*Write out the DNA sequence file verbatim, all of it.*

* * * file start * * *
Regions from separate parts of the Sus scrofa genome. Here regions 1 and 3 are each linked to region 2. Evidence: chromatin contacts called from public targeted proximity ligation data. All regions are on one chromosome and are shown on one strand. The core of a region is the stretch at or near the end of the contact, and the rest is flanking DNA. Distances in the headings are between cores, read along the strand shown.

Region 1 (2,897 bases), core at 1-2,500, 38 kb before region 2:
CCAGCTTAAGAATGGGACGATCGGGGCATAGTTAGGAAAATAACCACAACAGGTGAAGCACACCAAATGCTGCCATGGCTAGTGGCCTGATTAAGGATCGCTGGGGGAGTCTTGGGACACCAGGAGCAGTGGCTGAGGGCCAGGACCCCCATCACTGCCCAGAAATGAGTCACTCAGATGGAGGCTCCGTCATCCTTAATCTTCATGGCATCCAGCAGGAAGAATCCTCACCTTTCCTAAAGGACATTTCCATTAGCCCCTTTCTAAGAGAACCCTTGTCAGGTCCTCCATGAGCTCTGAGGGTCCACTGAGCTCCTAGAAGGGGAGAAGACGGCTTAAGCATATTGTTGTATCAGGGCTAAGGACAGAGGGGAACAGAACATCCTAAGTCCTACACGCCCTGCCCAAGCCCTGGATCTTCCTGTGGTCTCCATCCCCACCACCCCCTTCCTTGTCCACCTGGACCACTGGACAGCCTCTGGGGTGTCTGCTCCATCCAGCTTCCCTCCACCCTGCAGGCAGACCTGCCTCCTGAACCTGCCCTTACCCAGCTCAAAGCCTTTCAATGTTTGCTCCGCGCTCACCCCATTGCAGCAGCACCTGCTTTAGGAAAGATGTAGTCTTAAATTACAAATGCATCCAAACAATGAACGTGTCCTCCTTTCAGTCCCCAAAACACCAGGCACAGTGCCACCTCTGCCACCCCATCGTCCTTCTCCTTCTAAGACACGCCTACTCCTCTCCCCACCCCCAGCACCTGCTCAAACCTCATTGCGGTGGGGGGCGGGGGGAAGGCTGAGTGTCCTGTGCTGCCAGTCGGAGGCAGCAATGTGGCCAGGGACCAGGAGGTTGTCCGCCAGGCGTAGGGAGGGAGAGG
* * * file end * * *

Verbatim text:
Regions from separate parts of the Sus scrofa genome. Here regions 1 and 3 are each linked to region 2. Evidence: chromatin contacts called from public targeted proximity ligation data. All regions are on one chromosome and are shown on one strand. The core of a region is the stretch at or near the end of the contact, and the rest is flanking DNA. Distances in the headings are between cores, read along the strand shown.

Region 1 (2,897 bases), core at 1-2,500, 38 kb before region 2:
CCAGCTTAAGAATGGGACGATCGGGGCATAGTTAGGAAAATAACCACAACAGGTGAAGCACACCAAATGCTGCCATGGCTAGTGGCCTGATTAAGGATCGCTGGGGGAGTCTTGGGACACCAGGAGCAGTGGCTGAGGGCCAGGACCCCCATCACTGCCCAGAAATGAGTCACTCAGATGGAGGCTCCGTCATCCTTAATCTTCATGGCATCCAGCAGGAAGAATCCTCACCTTTCCTAAAGGACATTTCCATTAGCCCCTTTCTAAGAGAACCCTTGTCAGGTCCTCCATGAGCTCTGAGGGTCCACTGAGCTCCTAGAAGGGGAGAAGACGGCTTAAGCATATTGTTGTATCAGGGCTAAGGACAGAGGGGAACAGAACATCCTAAGTCCTACACGCCCTGCCCAAGCCCTGGATCTTCCTGTGGTCTCCATCCCCACCACCCCCTTCCTTGTCCACCTGGACCACTGGACAGCCTCTGGGGTGTCTGCTCCATCCAGCTTCCCTCCACCCTGCAGGCAGACCTGCCTCCTGAACCTGCCCTTACCCAGCTCAAAGCCTTTCAATGTTTGCTCCGCGCTCACCCCATTGCAGCAGCACCTGCTTTAGGAAAGATGTAGTCTTAAATTACAAATGCATCCAAACAATGAACGTGTCCTCCTTTCAGTCCCCAAAACACCAGGCACAGTGCCACCTCTGCCACCCCATCGTCCTTCTCCTTCTAAGACACGCCTACTCCTCTCCCCACCCCCAGCACCTGCTCAAACCTCATTGCGGTGGGGGGCGGGGGGAAGGCTGAGTGTCCTGTGCTGCCAGTCGGAGGCAGCAATGTGGCCAGGGACCAGGAGGTTGTCCGCCAGGCGTAGGGAGGGAGAGG